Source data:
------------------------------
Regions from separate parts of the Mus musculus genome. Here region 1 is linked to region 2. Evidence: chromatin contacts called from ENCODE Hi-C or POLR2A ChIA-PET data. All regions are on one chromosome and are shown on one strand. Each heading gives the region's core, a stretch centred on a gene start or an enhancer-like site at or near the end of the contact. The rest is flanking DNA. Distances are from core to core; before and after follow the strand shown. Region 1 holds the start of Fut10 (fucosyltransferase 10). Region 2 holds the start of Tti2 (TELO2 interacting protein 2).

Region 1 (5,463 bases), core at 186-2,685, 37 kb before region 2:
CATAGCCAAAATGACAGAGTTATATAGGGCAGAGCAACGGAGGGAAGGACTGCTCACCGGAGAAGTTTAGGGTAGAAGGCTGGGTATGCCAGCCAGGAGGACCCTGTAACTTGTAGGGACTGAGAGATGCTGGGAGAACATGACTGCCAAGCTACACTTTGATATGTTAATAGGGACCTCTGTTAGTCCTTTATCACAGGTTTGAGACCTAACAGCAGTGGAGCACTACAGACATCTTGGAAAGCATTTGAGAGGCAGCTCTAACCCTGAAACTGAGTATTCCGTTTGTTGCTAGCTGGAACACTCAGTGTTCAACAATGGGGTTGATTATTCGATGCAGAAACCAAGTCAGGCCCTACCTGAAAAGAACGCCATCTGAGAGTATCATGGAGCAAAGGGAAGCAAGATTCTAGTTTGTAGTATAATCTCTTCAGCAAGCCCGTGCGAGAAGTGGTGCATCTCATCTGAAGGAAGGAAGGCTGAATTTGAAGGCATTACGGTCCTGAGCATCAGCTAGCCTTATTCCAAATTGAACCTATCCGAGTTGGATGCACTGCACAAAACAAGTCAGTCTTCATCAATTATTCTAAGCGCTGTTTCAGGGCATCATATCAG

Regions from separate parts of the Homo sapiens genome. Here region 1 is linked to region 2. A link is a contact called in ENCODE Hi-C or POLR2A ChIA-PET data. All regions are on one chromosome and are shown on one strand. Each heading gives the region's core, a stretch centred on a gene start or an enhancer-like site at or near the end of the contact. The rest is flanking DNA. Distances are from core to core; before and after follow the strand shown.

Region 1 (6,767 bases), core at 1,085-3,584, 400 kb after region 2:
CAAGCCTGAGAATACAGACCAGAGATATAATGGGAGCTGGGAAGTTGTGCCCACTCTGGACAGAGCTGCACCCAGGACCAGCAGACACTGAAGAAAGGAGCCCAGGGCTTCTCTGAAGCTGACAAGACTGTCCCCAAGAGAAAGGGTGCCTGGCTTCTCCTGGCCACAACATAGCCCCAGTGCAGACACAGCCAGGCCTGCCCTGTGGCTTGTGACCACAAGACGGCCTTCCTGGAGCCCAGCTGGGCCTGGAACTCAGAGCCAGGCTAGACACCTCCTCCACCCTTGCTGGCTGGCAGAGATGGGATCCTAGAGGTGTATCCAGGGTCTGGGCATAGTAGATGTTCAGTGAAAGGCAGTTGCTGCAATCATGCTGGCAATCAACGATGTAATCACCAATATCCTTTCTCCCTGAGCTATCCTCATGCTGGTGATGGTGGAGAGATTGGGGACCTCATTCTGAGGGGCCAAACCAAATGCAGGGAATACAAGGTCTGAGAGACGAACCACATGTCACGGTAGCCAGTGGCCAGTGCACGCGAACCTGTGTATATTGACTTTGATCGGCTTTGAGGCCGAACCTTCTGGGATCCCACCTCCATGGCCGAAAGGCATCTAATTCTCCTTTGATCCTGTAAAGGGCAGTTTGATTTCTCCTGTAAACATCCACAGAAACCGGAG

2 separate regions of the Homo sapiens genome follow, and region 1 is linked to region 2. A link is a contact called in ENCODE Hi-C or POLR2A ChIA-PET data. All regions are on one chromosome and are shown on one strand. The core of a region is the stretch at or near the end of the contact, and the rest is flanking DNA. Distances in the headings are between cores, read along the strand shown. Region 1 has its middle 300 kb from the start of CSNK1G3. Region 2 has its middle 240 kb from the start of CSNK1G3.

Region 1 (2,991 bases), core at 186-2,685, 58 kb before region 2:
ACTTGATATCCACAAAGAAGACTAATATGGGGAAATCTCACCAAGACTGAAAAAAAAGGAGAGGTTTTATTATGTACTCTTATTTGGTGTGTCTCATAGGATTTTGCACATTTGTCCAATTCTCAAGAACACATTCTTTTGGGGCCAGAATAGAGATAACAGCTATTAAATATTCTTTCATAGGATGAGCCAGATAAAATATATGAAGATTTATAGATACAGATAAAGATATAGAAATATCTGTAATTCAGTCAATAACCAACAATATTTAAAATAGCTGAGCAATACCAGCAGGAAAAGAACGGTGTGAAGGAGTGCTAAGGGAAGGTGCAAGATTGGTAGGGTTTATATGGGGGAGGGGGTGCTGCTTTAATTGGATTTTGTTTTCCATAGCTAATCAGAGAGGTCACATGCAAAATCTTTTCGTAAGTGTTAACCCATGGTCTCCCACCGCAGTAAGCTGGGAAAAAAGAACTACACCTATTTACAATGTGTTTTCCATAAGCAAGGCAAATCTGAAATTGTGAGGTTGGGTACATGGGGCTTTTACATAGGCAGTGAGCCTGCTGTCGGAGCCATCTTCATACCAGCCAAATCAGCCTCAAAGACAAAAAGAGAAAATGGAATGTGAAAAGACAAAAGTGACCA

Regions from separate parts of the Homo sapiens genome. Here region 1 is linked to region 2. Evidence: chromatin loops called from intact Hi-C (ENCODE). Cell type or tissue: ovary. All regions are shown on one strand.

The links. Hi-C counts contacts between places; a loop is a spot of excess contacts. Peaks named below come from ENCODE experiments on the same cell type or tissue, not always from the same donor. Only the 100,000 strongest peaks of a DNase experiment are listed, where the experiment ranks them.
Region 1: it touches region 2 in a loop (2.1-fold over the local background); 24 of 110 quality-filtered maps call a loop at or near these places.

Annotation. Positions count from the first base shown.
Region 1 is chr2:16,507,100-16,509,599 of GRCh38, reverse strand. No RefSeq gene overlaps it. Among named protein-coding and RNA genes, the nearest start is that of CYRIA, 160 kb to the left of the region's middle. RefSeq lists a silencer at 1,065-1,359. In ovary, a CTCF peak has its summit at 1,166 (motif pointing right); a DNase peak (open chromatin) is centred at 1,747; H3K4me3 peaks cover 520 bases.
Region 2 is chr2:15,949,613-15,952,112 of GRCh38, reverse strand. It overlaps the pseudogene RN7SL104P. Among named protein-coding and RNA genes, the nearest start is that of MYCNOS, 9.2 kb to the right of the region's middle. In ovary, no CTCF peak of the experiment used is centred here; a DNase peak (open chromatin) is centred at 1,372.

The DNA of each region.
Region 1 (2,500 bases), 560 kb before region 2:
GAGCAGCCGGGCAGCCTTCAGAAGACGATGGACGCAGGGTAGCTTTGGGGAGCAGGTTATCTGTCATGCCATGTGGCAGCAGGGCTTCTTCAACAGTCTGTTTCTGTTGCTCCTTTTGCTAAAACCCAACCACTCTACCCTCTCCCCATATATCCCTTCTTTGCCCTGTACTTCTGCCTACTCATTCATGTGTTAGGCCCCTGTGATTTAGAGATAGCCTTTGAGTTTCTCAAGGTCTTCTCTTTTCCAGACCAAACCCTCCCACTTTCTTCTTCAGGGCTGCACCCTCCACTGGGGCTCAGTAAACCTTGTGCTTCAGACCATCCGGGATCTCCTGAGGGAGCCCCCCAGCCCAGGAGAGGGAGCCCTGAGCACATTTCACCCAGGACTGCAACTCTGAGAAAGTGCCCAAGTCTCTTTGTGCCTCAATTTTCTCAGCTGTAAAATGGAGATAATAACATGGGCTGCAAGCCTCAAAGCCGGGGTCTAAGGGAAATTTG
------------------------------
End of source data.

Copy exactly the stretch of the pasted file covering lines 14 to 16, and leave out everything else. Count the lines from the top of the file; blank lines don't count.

Region 1 is chr2:16,507,100-16,509,599 of GRCh38, reverse strand. No RefSeq gene overlaps it. Among named protein-coding and RNA genes, the nearest start is that of CYRIA, 160 kb to the left of the region's middle. RefSeq lists a silencer at 1,065-1,359. In ovary, a CTCF peak has its summit at 1,166 (motif pointing right); a DNase peak (open chromatin) is centred at 1,747; H3K4me3 peaks cover 520 bases.
Region 2 is chr2:15,949,613-15,952,112 of GRCh38, reverse strand. It overlaps the pseudogene RN7SL104P. Among named protein-coding and RNA genes, the nearest start is that of MYCNOS, 9.2 kb to the right of the region's middle. In ovary, no CTCF peak of the experiment used is centred here; a DNase peak (open chromatin) is centred at 1,372.

The DNA of each region.